A significant majority of Americans say election should determine who chooses Ginsburg's replacement: poll
A significant majority of Americans say that November’s elections should determine who chooses Justice Ruth Bader Ginsburg’s successor on the Supreme Court, according to a Reuters/Ipsos poll released on Sunday.
Overall, 62% of people want the winner of the upcoming presidential election to fill the vacancy, and just 23% disagreed. Notably, that 62% includes half of Republicans, even as Senate Republicans line up behind Donald Trump and Senate Majority Leader Mitch McConnell on rushing to seat a replacement in direct violation of the principle they claimed to embrace throughout virtually all of 2016 as they refused to even give a hearing to Judge Merrick Garland, then-President Obama’s choice to replace the late Justice Antonin Scalia.
Scalia died in February, 2016, and Republicans held that seat open for the 10 months until the presidential election, claiming piously that it was on principle, that it would be outrageously wrong to allow a president to choose a Supreme Court justice in an election year. Now, of course, it’s a very different story from those same Republicans, as they rush to pack the court before Trump (potentially) leaves office.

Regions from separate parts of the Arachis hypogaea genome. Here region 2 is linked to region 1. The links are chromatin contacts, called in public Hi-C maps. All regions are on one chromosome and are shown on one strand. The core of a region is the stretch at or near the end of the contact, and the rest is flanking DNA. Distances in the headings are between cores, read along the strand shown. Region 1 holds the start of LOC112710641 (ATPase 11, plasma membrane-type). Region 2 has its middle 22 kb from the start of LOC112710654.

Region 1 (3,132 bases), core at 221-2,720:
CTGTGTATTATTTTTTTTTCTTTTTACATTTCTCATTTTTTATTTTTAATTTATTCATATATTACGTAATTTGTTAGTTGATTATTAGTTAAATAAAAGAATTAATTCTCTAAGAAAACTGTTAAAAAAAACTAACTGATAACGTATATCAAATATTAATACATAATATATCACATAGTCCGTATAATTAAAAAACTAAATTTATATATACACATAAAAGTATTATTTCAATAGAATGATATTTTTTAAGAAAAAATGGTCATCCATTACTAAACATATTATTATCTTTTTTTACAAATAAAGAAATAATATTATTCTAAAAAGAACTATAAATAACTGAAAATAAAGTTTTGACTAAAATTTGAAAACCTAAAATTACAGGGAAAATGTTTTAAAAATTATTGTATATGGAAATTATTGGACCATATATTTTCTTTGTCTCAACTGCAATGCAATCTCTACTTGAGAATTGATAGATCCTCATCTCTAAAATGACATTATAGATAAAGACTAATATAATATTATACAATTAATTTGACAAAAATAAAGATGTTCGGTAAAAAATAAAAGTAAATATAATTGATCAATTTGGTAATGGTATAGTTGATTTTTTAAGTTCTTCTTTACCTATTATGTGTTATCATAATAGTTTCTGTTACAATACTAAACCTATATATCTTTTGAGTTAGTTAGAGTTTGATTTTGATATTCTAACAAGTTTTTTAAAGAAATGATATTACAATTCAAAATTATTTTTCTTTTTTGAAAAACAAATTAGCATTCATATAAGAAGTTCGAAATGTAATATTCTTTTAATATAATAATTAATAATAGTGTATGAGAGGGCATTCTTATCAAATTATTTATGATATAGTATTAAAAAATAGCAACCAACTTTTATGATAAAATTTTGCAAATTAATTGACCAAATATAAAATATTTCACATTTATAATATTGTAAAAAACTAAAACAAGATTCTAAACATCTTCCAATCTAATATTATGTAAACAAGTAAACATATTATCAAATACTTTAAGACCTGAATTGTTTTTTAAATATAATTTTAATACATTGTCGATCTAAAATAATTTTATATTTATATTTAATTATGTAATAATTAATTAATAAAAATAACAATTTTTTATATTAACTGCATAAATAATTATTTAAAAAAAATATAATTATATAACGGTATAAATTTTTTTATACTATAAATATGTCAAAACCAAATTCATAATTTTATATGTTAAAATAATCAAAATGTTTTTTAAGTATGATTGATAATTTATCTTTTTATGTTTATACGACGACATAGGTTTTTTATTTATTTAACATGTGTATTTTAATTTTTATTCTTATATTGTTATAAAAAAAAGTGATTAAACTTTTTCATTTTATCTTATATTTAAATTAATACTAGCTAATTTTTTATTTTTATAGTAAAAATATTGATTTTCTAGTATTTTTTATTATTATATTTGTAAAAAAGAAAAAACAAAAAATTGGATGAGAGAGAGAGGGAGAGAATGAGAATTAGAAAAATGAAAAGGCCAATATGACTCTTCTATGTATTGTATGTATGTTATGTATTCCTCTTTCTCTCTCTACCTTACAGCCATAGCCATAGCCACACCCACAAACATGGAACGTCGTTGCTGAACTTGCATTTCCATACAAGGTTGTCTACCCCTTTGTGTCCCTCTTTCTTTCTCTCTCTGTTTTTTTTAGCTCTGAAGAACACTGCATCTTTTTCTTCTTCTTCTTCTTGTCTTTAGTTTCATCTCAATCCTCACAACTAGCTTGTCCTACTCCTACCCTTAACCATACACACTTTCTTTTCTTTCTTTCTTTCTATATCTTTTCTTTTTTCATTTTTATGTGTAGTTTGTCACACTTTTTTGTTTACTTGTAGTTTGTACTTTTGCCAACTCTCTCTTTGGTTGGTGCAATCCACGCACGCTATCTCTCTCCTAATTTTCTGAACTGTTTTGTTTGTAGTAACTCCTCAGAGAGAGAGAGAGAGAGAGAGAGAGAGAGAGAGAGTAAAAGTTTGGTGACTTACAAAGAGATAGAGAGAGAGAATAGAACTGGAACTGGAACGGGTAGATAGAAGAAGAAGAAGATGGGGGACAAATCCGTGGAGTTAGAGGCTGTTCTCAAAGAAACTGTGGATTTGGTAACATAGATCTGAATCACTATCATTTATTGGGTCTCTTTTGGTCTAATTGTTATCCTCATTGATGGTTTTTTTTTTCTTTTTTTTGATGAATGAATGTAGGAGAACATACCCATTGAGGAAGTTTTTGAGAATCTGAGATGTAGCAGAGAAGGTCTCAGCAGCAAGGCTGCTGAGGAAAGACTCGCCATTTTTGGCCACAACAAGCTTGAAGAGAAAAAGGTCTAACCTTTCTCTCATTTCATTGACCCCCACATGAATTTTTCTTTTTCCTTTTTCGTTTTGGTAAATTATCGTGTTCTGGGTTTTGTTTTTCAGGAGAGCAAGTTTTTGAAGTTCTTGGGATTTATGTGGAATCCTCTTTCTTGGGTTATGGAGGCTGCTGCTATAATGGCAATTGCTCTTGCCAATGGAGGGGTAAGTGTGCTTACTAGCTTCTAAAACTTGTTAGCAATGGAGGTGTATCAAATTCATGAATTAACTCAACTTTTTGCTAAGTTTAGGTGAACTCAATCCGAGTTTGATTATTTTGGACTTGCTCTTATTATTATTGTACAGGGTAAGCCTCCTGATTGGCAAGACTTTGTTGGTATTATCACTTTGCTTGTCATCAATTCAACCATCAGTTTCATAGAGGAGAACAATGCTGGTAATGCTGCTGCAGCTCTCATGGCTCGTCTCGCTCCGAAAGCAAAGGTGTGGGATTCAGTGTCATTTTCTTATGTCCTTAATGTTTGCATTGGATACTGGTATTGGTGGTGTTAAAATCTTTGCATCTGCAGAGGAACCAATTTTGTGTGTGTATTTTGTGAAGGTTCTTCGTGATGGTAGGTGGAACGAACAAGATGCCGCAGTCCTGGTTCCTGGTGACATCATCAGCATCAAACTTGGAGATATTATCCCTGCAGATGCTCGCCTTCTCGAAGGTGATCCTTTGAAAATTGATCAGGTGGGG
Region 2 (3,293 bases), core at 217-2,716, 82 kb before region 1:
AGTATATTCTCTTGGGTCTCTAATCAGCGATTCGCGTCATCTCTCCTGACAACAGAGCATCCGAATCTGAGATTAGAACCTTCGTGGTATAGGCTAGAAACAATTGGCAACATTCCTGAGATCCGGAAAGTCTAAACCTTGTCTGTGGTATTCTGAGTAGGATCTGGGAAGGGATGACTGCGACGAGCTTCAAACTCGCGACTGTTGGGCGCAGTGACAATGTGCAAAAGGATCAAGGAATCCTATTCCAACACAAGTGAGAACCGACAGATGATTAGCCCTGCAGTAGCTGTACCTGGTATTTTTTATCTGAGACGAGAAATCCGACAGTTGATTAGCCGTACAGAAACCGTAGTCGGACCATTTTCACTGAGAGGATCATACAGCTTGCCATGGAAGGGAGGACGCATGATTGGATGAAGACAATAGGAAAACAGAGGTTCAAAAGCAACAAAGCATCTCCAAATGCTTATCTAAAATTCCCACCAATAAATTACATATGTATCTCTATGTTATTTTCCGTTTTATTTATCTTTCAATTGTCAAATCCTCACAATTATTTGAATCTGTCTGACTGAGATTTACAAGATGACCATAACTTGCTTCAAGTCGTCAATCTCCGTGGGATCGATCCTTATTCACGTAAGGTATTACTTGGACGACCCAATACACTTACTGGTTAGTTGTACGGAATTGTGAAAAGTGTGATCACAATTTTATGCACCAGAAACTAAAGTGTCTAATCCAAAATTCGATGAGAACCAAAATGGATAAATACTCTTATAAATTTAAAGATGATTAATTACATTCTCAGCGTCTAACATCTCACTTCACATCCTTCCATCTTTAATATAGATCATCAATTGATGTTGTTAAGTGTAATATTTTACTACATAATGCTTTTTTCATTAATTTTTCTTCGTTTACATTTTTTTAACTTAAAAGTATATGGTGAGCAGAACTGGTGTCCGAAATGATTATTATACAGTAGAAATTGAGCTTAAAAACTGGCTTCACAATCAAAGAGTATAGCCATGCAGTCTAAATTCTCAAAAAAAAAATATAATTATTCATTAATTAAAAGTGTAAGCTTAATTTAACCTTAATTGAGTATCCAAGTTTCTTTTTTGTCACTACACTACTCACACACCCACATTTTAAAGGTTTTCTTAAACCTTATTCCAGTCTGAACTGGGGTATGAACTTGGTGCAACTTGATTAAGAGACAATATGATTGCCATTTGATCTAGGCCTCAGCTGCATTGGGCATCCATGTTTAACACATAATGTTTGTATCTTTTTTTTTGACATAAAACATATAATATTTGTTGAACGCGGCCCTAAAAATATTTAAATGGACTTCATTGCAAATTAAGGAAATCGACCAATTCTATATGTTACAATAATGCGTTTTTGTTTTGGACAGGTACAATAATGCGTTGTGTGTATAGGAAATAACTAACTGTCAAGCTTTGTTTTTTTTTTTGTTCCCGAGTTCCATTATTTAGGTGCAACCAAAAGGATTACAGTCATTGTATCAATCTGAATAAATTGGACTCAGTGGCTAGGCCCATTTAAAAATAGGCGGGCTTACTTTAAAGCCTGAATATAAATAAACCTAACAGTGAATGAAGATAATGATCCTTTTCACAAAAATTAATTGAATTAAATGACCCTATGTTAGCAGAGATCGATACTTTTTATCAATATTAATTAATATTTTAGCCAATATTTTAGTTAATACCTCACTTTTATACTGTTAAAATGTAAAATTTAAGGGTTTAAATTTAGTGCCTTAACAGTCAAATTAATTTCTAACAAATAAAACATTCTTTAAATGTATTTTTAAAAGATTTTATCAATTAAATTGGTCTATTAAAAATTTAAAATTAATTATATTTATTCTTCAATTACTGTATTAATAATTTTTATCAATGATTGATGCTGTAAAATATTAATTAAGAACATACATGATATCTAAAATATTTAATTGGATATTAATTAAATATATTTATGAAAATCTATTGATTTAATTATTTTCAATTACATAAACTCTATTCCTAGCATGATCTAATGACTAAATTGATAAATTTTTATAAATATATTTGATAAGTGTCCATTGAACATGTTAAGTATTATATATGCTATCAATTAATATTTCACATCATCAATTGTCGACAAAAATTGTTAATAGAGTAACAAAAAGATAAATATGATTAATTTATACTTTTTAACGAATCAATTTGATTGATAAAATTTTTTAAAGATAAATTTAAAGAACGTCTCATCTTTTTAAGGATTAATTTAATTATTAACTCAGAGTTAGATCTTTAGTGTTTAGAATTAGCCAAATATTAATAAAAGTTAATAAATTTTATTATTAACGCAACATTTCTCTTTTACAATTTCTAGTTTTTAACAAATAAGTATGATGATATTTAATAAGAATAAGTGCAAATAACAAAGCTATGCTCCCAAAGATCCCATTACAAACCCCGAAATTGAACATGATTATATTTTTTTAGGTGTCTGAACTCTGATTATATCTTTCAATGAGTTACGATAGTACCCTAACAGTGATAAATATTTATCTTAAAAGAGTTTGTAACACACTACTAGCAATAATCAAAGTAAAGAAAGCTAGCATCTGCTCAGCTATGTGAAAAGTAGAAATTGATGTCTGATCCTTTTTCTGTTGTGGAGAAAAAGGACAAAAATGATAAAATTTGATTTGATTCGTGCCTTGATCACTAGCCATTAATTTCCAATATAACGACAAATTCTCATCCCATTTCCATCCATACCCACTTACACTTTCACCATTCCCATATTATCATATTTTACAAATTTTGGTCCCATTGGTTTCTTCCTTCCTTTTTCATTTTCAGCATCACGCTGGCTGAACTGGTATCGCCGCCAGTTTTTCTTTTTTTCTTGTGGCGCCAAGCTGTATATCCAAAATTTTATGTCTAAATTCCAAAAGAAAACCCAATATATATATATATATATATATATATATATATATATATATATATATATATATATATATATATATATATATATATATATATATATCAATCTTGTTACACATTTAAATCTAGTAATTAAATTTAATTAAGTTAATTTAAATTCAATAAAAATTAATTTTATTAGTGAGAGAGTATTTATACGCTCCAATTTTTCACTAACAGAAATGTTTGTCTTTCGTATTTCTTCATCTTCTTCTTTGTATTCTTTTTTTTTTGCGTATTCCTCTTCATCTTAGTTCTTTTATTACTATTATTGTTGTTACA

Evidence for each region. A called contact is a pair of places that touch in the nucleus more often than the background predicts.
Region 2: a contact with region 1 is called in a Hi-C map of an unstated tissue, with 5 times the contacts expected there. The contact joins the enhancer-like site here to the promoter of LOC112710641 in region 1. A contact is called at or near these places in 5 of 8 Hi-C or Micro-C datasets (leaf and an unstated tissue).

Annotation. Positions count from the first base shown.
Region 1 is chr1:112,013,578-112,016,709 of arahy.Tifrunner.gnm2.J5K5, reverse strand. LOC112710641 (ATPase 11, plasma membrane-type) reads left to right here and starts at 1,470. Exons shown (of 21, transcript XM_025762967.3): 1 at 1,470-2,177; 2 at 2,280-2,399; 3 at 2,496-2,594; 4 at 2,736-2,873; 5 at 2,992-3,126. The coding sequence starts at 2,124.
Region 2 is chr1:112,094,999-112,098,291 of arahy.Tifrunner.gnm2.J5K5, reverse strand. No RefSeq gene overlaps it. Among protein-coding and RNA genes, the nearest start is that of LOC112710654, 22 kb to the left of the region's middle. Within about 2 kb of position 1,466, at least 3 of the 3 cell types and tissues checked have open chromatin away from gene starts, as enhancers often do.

Republicans get away with a lot of power-grabbing hypocrisy, but this is going to be one of the highest-profile examples of it.
At this point, Ginsburg’s death does not appear to give either Trump or former Vice President Joe Biden a decisive edge, with 25% of people polled saying they would be more likely to vote for Trump as a result and 30% saying they would be more likely to vote for Biden. That’s an early reaction, of course, and one that could change. With Biden leading more generally in election polls, the critical thing is that the battle over replacing Ginsburg doesn’t provide Trump with the boost he’s been needing.